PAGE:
Why and how to believe for the impossible

Upon discovering that I left my heart in Bend, Oregon, I wrote this goal: “Relocate back.” The only [huge] problem is that affordable housing and Bend, Oregon aren’t synonymous.

Word gets around, though, and I am currently in a lovely guest house high on the side of a hill. With my own deck and sweeping views. For pennies. I know, impossible.


1 a3j-impossible


I’d also like to supplement my cancer widow income with writing income. Do you know how improbable it is to break into today’s publishing world? And so I’ve listed some specific writing goals. And I’m currently hoping for, believing in and working toward the impossible.

Why is it important to have goals and a plan?

1. Because most of us long to do things that fit with our unique blend of gifts and abilities; we call this passion.

2. Because nothing grand ever happens without first a vision, without someone seeing it in his/her mind’s eye.

3. Because if we don’t plan for purpose and adventure, then the ordinary-everyday takes over. Because there are jobs to commute to, laundry to do, kids’ soccer games to attend, “Downton Abbey” to watch. Which means there will never be time for a more purposeful life.

4. Because someone needs to accomplish large and foolish things, and it might as well be you and me.

There were a number of things Hubby and I did in an effort to create meaning from cancer. Establishing a non-profit was new to us. Writing for grant funding and booking speaking engagements — these weren’t things we’d ever done before. We were way out of our league. And yet, we persisted toward the goal of bringing hope and encouragement to others dealing with cancer.

Here are a few tips for working toward the impossible:

1. Capture your goals in writing. Writing your goals helps clarify what it is you really want to do. And every time you read back over your list—keep it handy where you can do this daily—it refreshes the vision.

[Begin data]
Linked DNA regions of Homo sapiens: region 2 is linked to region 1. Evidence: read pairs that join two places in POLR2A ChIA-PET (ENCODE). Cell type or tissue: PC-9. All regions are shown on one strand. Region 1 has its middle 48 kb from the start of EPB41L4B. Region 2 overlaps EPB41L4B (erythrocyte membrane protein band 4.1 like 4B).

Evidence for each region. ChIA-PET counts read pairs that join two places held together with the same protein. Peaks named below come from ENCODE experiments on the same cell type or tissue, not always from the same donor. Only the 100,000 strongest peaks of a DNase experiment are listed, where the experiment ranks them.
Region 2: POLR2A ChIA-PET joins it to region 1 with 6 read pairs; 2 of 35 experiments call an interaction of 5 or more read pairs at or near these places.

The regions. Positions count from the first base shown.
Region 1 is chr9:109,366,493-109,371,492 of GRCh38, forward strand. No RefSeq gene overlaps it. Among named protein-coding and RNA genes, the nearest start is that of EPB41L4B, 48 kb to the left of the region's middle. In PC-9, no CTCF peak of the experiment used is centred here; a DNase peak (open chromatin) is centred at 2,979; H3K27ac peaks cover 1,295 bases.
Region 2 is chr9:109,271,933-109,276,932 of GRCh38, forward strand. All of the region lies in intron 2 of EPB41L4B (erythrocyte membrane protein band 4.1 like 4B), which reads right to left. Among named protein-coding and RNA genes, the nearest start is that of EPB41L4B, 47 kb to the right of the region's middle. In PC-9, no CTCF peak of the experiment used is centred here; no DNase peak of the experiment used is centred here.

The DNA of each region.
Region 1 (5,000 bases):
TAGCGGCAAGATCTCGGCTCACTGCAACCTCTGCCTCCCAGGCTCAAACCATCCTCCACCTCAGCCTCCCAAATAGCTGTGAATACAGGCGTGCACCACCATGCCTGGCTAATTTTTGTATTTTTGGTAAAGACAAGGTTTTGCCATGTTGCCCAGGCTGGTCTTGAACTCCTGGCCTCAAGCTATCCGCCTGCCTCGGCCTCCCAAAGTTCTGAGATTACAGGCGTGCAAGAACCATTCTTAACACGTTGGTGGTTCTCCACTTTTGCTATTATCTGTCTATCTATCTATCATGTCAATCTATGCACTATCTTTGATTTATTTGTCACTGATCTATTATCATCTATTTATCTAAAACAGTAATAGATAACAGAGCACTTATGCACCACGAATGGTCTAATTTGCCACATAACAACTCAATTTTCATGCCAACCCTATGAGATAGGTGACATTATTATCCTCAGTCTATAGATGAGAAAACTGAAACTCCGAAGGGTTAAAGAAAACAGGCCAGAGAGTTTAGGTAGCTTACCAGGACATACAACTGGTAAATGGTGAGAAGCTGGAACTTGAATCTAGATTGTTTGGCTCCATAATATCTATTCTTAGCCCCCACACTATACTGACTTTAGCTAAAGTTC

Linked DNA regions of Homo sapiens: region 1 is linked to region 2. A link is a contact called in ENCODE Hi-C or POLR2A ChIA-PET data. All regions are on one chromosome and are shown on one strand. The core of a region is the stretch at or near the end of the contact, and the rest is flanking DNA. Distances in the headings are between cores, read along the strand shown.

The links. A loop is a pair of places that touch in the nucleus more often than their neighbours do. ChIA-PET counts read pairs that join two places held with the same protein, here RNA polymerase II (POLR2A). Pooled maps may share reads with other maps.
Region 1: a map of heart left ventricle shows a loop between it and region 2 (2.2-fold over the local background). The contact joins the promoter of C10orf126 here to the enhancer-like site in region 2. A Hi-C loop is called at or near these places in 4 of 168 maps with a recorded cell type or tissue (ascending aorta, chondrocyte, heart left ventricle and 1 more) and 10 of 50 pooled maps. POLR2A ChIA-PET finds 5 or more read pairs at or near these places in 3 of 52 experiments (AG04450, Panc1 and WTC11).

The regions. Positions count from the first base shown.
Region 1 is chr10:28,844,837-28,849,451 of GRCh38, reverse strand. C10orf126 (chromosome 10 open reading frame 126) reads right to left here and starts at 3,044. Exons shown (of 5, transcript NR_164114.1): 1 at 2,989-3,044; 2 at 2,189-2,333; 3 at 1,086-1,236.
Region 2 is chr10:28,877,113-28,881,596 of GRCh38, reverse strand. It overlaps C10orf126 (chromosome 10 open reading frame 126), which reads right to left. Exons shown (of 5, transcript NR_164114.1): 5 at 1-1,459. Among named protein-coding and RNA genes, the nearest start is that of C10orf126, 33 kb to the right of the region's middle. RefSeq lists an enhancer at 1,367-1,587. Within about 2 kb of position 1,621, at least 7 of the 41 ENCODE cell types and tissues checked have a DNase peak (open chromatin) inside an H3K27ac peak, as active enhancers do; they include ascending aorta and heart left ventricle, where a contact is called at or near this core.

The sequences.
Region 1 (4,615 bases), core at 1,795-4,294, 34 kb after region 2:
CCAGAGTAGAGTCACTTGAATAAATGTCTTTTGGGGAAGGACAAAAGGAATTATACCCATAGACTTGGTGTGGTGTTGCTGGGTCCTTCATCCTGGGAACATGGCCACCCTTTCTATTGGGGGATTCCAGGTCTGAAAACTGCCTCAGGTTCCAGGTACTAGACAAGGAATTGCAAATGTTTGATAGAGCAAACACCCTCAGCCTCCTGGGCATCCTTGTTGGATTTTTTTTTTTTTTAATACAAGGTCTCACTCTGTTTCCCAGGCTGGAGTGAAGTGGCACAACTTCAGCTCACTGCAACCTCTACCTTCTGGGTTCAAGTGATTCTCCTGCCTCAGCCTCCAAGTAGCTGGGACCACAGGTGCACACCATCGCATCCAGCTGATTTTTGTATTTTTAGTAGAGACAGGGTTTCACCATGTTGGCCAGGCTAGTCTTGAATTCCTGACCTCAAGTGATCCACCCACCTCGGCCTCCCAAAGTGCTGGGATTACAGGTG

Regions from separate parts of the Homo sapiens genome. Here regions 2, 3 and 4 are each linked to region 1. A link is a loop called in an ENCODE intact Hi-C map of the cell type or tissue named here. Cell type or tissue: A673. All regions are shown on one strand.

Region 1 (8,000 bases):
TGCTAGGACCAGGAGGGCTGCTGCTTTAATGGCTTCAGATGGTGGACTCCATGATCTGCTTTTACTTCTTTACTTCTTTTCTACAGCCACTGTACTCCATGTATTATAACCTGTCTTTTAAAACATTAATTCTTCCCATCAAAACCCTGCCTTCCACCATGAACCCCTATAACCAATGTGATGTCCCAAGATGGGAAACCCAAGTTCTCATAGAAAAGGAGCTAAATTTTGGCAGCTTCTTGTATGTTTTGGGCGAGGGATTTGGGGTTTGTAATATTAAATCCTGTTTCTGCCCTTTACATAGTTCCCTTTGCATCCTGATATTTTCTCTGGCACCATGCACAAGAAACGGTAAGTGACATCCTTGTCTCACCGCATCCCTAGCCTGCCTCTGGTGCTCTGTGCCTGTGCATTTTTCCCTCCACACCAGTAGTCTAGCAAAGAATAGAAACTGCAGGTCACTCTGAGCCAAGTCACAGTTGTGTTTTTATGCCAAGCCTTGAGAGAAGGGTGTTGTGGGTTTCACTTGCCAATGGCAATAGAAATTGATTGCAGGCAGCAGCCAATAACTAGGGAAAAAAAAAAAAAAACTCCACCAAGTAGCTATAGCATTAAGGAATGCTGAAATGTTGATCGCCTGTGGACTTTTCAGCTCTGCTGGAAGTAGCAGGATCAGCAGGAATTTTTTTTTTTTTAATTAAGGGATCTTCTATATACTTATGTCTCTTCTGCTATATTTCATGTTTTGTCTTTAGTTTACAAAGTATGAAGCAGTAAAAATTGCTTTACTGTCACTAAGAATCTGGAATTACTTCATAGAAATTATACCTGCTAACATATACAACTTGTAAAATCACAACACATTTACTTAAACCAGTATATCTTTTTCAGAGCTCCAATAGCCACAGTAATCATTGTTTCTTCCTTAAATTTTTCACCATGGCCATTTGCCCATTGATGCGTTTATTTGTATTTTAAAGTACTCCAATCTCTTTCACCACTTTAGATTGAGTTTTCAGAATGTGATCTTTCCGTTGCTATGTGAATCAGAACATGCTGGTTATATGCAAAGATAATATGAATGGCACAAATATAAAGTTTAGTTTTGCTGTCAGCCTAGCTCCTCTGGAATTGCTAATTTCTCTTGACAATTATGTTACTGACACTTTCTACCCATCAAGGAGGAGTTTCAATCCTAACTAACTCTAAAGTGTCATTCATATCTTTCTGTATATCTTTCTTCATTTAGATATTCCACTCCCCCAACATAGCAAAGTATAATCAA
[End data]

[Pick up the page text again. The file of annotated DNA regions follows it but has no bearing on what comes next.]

In her book Write it Down, Make It Happen, Henriette Anne Klauser explains how the reticular activating system (RAS) housed at the base of our brain stems evaluates incoming data — sending the urgent to the active part of our brains, and the non-urgent to the subconscious. As Klauser encourages readers to list goals, they then become a suggestion box for our brains:

Keeping track on paper changes the conversation in your own head. It helps you to pay attention, to embellish your ideas, and record your inspirations. It pushes you toward the impossible.

2. Determine first steps. After you’ve written your goals, it’s important to figure out first steps. If you’ve always wanted to volunteer with an international humanitarian group, for example, but you never decided how or with whom, you never applied for a passport, you never scheduled time off … well then, what are your chances of getting off the tarmac?

3. Apply elbow grease. What can you do today, or this week, that moves you toward the goal? Break it down. Roll up your sleeves. And work in the direction of your dreams.

In Through the Looking-Glass by Lewis Carroll, Alice tells the Queen that one cannot believe impossible things. “There’s no use trying,” Alice says.

To which the Queen replies:

When I was your age, I always did it for half an hour a day. Why, sometimes I’ve believed as many as six impossible things before breakfast.

How about you? What do you hope to accomplish in the months remaining of 2015? And beyond? Perhaps you should locate paper and pen—or your laptop—and start writing.

P.S. If you found this blog helpful or interesting, please share, tweet or pin!


The September 22 challenge


Get rid of small-picture thinking


  1. sally

    Marlys I love this! Being a lifelong expert at putting things off, I needed it and it came at a perfect time! Thanks so much! Oh, and your new digs look wonderful!

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